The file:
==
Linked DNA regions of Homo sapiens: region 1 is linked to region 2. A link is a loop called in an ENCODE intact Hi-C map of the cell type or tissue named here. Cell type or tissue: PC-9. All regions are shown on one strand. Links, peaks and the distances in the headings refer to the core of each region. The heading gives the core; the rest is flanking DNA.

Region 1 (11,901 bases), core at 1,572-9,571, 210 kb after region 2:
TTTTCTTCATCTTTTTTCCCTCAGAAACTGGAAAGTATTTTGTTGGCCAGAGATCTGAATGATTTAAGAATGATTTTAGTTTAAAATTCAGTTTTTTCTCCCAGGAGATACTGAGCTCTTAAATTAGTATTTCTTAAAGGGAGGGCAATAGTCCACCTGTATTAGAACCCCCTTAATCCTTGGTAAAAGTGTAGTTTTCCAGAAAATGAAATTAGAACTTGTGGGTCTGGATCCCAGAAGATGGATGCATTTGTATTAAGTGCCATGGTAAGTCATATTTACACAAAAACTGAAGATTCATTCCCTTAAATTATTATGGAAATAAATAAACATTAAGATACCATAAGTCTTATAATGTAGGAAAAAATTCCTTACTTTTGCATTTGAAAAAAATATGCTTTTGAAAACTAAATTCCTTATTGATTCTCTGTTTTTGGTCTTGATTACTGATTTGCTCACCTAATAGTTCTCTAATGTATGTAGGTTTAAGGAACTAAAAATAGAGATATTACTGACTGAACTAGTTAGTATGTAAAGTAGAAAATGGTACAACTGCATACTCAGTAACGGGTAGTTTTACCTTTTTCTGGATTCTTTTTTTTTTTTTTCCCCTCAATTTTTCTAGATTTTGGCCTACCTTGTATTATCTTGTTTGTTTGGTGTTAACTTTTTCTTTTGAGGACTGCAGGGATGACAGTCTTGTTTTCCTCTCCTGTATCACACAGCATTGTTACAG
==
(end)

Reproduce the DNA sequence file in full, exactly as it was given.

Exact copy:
Linked DNA regions of Homo sapiens: region 1 is linked to region 2. A link is a loop called in an ENCODE intact Hi-C map of the cell type or tissue named here. Cell type or tissue: PC-9. All regions are shown on one strand. Links, peaks and the distances in the headings refer to the core of each region. The heading gives the core; the rest is flanking DNA.

Region 1 (11,901 bases), core at 1,572-9,571, 210 kb after region 2:
TTTTCTTCATCTTTTTTCCCTCAGAAACTGGAAAGTATTTTGTTGGCCAGAGATCTGAATGATTTAAGAATGATTTTAGTTTAAAATTCAGTTTTTTCTCCCAGGAGATACTGAGCTCTTAAATTAGTATTTCTTAAAGGGAGGGCAATAGTCCACCTGTATTAGAACCCCCTTAATCCTTGGTAAAAGTGTAGTTTTCCAGAAAATGAAATTAGAACTTGTGGGTCTGGATCCCAGAAGATGGATGCATTTGTATTAAGTGCCATGGTAAGTCATATTTACACAAAAACTGAAGATTCATTCCCTTAAATTATTATGGAAATAAATAAACATTAAGATACCATAAGTCTTATAATGTAGGAAAAAATTCCTTACTTTTGCATTTGAAAAAAATATGCTTTTGAAAACTAAATTCCTTATTGATTCTCTGTTTTTGGTCTTGATTACTGATTTGCTCACCTAATAGTTCTCTAATGTATGTAGGTTTAAGGAACTAAAAATAGAGATATTACTGACTGAACTAGTTAGTATGTAAAGTAGAAAATGGTACAACTGCATACTCAGTAACGGGTAGTTTTACCTTTTTCTGGATTCTTTTTTTTTTTTTTCCCCTCAATTTTTCTAGATTTTGGCCTACCTTGTATTATCTTGTTTGTTTGGTGTTAACTTTTTCTTTTGAGGACTGCAGGGATGACAGTCTTGTTTTCCTCTCCTGTATCACACAGCATTGTTACAG